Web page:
The hall of shame – the top 7 embarrassing media moves


Media plays a huge role in our lives, from keeping informed with the latest gadgets, trends and products, to helping form our personality slowly throughout the years. It is all about grabbing your attention, creating an impact and standing out from the competition. It dictates why I should buy a Macbook over an HP laptop and today it seems many people buy into the brand that comes across as ‘cool’ but they don’t always look at the real benefits it has.

Some businesses need to gain their customers through media and advertising in different ways. Rather than opting for listing product details and trying to build a cool image and reputation, they go to the other end of the spectrum and think tactfully about location and short punchy messages in order to make it memorable. Little do they know that the phrase “any publicity is good publicity” is not always true and some publicity can convey the wrong message about your brand entirely. This in turn can lead to customers losing faith.

I’ve trawled through the vast depths of the internet to find some of the most embarrassing media mistakes – from grammar and spelling errors to inappropriate ad placements (and sometimes just pure idiocy).


1) This funeral services company clearly needed a boost in clients, so what better way of achieving this than taking into their own hands? Yes, the poster may be impactful and intriguing but let’s hope that no one did “come closer”.


2) Working in PR makes me very aware of the spelling and grammar mistakes. Unfortunately when small businesses decide to take on marketing themselves, this is what can happen. Lesson learnt – always proofread and get another colleague to check it as well!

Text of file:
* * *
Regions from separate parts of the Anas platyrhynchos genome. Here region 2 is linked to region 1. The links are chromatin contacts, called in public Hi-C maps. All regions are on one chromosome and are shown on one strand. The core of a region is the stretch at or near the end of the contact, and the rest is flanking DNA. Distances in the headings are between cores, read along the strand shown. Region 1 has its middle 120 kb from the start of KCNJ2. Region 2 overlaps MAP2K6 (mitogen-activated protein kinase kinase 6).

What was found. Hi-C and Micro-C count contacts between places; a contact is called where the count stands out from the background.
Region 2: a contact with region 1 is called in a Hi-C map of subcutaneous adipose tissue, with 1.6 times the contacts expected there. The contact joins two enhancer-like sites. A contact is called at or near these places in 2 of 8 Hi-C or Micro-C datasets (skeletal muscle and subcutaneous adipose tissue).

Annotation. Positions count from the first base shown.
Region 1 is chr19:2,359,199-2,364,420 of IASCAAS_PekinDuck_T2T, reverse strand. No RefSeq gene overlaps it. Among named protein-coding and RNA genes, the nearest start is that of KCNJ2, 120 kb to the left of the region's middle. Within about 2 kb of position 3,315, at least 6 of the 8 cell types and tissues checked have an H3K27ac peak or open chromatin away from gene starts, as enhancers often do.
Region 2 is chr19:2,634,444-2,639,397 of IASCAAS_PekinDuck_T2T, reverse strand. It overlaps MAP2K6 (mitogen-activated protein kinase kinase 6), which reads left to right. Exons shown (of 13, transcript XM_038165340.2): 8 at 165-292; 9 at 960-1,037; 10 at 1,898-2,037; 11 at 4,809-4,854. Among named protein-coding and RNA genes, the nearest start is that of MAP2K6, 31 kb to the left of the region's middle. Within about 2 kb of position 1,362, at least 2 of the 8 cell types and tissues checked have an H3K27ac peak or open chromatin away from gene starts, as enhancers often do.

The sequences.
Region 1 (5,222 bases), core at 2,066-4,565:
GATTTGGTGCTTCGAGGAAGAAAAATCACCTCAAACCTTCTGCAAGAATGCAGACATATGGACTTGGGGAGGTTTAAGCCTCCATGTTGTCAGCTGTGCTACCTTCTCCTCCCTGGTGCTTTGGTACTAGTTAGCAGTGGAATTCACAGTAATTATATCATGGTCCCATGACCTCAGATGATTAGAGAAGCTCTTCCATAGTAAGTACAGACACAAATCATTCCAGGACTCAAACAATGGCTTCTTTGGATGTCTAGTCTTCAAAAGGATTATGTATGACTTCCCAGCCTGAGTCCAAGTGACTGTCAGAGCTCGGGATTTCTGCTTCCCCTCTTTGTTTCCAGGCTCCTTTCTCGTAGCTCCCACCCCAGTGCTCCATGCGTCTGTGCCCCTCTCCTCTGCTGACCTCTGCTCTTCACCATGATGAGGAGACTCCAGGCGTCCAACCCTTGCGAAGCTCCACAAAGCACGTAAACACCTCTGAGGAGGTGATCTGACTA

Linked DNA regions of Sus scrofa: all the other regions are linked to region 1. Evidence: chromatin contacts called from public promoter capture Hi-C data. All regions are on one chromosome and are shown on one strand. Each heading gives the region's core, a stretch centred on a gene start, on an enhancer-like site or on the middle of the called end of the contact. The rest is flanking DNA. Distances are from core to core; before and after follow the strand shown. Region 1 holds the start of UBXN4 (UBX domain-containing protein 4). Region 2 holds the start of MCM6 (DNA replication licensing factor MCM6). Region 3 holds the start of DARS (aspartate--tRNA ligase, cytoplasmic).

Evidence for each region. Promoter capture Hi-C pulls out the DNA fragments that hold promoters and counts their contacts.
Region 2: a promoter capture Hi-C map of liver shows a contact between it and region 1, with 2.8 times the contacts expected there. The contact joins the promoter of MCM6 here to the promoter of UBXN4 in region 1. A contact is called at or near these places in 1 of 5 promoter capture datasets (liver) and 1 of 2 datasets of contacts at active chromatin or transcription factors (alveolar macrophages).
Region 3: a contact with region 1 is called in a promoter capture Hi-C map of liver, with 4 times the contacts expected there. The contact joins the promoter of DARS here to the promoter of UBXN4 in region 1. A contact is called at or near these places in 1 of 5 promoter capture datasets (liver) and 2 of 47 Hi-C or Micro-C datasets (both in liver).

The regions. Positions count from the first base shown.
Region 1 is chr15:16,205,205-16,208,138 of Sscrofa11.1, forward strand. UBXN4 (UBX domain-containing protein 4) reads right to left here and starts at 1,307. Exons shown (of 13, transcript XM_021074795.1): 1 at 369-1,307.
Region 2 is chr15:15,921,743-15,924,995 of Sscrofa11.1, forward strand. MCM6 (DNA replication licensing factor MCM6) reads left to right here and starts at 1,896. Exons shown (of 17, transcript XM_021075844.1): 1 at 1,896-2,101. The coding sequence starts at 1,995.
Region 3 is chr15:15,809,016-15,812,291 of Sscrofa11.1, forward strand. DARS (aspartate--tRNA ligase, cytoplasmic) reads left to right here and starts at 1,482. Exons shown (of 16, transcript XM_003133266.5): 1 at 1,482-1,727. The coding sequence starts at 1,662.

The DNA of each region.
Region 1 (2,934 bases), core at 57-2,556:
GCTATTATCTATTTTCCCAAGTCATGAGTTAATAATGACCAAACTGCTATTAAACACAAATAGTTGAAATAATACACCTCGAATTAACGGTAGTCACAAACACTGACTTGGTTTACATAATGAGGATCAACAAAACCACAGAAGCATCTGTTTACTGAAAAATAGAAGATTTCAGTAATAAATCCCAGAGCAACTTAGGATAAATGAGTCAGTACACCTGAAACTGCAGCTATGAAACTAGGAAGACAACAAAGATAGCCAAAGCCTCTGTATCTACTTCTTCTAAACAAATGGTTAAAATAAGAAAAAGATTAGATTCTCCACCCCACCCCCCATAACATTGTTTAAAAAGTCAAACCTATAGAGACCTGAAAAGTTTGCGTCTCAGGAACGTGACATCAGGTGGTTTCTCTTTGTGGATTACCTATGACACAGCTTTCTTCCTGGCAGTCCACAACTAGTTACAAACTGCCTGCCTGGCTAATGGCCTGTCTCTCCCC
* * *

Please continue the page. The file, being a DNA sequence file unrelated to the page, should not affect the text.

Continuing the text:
3) QR codes have popped up everywhere in the past two years, from magazines to TV advertisements. These are places that are easily accessible, but I don’t think a mobile phone can scan the code from that distance. This company clearly thought differently.


4) Did someone forget to tell Lexus that in order to drive a car there must be someone at the wheel? Now the target audience knows that the skid marks and smoke were Photoshopped – which could have a negative impact on brand perception.


5) The contradiction of these two posters is hilarious. Why buy food stamps when you have McDonalds urging you to go on a food shopping spree from its dollar menu?


6) Audi took a risky move by provoking BMW. If I was with the agency that created this masterpiece, of course I would want to be cheeky as this is a prime opportunity to show up your competitor and put them to shame by creating a billboard a lot larger. BMW definitely won the game here – checkmate indeed!


7) Dettol at its finest. Clearly they’ve been watching too much CSI: Crime Scene Investigation and saw that there was a niche market that they’ve been failing to target. I’m sure the Advertising Standards Authority had something to say about this…

As mentioned earlier on “all publicity is good publicity” is not necessarily true, but I bet at the time these examples were pretty memorable and amusing. So all in all, they may have ticked off one objective just not all.

We hope all of these brands have a good PR agency to pick up the slack! Ensuring your client conveys all the right messages is key in any marketing endeavour.
Moral of the story, no matter how you promote your brand, be it via advertising, marketing or PR always ensure you’re portraying the correct message.